Columbia native Alexis Ohanian had an unconventional ride to becoming the founder of Reddit, one of the most successful social media platforms, and husband to 23-time tennis champion Serena Williams. In fact, he had never watched a full tennis match before meeting Williams. And before Reddit, he had dreams of being an immigration lawyer, as revealed in his latest interview with the The New York Times.
"I had this romantic idea of helping people get citizenship. But then I realized how much I hated what I was doing, so I went and got a waffle instead," Ohanian said, adding that he had his light bulb moment — that he "wanted to start something" — at a Waffle House.
The game is love for tennis star Serena Williams and her new husband, Reddit co-founder Alexis Ohanian.
Nov 18, 2017 at 12:45 PM
Ohanian also candidly discussed his foray into computers and the internet, which involved convincing his parents to buy him a PC to play video games; what he learned from his job at Pizza Hut and his wife Williams; his fandom for Metallica, and more.
On Reddit's complicated history with hate speech:
"The general spirit is we want to encourage dialogue. We want to encourage opportunities for people to be wrong and be corrected. Part of this is having a place where things can be said that I find incredibly disagreeable and reprehensible, but are still conversations that are happening right now online or offline in this country and in this world.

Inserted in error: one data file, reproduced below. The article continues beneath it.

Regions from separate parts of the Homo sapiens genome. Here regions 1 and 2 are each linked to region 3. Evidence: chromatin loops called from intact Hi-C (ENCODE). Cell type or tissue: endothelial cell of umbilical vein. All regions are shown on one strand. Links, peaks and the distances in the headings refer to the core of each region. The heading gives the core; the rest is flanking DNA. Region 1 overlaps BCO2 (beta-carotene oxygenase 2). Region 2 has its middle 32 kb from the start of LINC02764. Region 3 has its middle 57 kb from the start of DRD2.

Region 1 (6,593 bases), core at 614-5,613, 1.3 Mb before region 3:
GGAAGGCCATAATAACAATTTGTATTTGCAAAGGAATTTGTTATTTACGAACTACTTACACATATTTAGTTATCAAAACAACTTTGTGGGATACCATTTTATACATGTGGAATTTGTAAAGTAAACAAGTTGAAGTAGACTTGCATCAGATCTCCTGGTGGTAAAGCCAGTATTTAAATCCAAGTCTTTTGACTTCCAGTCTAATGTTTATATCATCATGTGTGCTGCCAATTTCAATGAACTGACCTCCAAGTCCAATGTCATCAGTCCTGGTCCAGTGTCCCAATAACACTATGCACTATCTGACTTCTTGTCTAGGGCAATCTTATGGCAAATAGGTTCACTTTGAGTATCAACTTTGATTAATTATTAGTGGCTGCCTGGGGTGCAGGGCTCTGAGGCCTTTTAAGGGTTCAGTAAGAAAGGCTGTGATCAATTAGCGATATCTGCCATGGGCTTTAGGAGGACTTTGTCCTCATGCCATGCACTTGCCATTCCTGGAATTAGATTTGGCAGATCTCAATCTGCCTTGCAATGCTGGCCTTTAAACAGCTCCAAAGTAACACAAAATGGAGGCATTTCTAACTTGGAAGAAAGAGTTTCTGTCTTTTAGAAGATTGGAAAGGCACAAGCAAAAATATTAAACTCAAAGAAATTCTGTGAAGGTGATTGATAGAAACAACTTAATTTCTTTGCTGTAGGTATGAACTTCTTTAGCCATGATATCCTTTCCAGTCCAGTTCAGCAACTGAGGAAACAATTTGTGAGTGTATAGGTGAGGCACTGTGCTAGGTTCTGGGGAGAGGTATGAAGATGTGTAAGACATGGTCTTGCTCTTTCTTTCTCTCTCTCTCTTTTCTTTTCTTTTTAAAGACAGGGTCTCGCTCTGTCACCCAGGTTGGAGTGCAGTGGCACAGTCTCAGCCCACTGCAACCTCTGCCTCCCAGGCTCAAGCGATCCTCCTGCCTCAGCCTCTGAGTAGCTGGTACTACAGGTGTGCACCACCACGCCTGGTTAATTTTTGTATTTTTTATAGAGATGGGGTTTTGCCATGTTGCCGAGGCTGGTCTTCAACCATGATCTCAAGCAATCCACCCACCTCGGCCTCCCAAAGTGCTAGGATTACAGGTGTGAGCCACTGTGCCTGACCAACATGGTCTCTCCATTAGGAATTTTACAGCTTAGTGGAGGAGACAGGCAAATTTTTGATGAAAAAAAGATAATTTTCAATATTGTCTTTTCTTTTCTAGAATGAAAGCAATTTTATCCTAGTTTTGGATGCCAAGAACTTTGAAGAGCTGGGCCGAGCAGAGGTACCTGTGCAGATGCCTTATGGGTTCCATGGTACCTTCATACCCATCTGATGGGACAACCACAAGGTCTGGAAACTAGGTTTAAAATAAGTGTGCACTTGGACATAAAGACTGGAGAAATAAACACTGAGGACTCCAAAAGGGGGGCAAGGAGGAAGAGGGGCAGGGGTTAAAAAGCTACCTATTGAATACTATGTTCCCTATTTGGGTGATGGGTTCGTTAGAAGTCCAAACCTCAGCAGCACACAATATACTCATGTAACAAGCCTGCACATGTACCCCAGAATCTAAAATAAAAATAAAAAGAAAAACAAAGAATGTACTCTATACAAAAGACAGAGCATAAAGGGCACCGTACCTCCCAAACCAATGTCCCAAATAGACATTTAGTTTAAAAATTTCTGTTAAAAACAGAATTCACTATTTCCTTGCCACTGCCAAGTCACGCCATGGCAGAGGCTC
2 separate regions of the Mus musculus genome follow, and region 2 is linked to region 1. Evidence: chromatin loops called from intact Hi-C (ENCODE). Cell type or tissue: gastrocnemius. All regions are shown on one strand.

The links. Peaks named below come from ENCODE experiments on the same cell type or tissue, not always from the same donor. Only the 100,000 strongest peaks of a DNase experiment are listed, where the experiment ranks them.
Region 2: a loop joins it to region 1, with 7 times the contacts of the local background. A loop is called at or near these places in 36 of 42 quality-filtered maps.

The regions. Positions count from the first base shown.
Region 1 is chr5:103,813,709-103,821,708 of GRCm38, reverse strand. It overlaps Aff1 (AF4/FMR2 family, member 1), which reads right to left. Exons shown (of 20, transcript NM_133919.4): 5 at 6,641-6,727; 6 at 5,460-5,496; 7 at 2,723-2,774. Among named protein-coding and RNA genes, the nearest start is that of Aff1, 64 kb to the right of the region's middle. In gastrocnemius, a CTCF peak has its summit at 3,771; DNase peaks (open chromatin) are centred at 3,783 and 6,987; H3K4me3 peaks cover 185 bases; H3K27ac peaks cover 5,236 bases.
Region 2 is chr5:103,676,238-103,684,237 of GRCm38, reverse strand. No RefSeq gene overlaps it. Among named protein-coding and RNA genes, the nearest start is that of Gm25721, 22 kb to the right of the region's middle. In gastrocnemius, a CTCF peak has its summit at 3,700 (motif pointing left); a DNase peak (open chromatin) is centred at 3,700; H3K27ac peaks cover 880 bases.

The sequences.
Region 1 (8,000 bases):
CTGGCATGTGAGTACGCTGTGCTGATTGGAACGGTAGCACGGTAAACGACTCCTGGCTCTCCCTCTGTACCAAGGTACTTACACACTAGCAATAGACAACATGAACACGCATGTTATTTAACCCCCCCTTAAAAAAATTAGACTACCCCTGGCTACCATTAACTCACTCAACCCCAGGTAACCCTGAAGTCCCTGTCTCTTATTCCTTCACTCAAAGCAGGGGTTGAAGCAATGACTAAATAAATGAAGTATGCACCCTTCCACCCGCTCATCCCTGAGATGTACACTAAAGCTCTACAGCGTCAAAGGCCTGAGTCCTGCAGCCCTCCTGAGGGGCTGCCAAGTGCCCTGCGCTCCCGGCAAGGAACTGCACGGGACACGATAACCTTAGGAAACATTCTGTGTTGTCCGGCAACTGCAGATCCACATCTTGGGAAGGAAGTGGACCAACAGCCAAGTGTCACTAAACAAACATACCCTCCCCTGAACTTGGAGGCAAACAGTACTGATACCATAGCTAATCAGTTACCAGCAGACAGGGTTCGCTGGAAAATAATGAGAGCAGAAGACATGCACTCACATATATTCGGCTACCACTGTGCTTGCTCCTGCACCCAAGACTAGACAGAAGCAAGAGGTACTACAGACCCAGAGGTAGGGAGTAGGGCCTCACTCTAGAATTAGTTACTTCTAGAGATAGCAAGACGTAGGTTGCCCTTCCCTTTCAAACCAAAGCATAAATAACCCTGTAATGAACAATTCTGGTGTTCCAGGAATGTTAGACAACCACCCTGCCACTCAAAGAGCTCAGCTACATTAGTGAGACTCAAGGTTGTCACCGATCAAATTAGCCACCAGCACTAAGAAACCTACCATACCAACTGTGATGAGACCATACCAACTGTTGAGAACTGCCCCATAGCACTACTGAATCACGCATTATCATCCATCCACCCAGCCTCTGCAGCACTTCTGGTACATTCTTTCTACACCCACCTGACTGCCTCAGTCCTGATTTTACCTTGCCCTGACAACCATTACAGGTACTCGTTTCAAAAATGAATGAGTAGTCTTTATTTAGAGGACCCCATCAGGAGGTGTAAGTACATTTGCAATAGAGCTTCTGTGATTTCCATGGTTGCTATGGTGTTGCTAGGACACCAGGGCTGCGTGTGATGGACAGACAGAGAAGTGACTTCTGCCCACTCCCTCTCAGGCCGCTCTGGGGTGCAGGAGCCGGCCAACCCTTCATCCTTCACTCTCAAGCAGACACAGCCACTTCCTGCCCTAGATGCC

Hopefully, minds can be changed and discussions can be had. We see it happening. I don't see it happening as fast as I would like because, unfortunately, we live in a pretty broken society and a pretty broken world. But I think so much of this stems from ignorance. And one great way to combat this ignorance is with knowledge and with discussion."
On what he's learned from Williams:
"I thought I was the hardest-working person on the planet. I thought we were the hardest-working industry. That's what we tell ourselves. It's all malarkey.
I've had this front-row seat over the last three years to greatness. It's a humbling experience seeing really what high-pressure situations actually look like professionally, seeing just what it takes to actually be that great. It is a work ethic on another level.
I used to change the channel when tennis was on. Then I watched my first match when I met her, and quickly got an appreciation for the sport. It's not just the physical requirements but the mental requirements. I could not imagine doing my job with millions of people watching."